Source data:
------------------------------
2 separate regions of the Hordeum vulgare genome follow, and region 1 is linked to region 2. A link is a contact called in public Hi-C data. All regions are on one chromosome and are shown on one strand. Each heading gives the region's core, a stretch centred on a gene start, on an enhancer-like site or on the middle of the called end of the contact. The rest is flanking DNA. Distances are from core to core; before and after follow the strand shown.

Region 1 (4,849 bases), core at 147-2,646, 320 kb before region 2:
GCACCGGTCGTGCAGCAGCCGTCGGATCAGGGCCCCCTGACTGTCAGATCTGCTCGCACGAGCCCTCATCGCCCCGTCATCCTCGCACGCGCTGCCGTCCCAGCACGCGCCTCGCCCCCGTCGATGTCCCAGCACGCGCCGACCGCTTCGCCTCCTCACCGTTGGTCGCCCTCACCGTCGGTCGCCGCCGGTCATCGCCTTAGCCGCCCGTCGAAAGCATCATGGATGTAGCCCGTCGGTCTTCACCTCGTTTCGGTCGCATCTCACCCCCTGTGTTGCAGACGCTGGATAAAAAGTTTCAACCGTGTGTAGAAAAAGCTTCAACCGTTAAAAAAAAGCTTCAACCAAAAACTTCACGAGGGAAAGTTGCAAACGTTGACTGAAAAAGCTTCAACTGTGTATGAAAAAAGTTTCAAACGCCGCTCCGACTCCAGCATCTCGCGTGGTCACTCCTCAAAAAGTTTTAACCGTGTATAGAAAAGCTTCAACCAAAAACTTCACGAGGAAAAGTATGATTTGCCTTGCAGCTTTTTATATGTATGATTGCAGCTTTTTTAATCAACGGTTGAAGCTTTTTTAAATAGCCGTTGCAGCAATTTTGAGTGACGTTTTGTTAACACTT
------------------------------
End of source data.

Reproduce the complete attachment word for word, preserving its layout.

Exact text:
2 separate regions of the Hordeum vulgare genome follow, and region 1 is linked to region 2. A link is a contact called in public Hi-C data. All regions are on one chromosome and are shown on one strand. Each heading gives the region's core, a stretch centred on a gene start, on an enhancer-like site or on the middle of the called end of the contact. The rest is flanking DNA. Distances are from core to core; before and after follow the strand shown.

Region 1 (4,849 bases), core at 147-2,646, 320 kb before region 2:
GCACCGGTCGTGCAGCAGCCGTCGGATCAGGGCCCCCTGACTGTCAGATCTGCTCGCACGAGCCCTCATCGCCCCGTCATCCTCGCACGCGCTGCCGTCCCAGCACGCGCCTCGCCCCCGTCGATGTCCCAGCACGCGCCGACCGCTTCGCCTCCTCACCGTTGGTCGCCCTCACCGTCGGTCGCCGCCGGTCATCGCCTTAGCCGCCCGTCGAAAGCATCATGGATGTAGCCCGTCGGTCTTCACCTCGTTTCGGTCGCATCTCACCCCCTGTGTTGCAGACGCTGGATAAAAAGTTTCAACCGTGTGTAGAAAAAGCTTCAACCGTTAAAAAAAAGCTTCAACCAAAAACTTCACGAGGGAAAGTTGCAAACGTTGACTGAAAAAGCTTCAACTGTGTATGAAAAAAGTTTCAAACGCCGCTCCGACTCCAGCATCTCGCGTGGTCACTCCTCAAAAAGTTTTAACCGTGTATAGAAAAGCTTCAACCAAAAACTTCACGAGGAAAAGTATGATTTGCCTTGCAGCTTTTTATATGTATGATTGCAGCTTTTTTAATCAACGGTTGAAGCTTTTTTAAATAGCCGTTGCAGCAATTTTGAGTGACGTTTTGTTAACACTT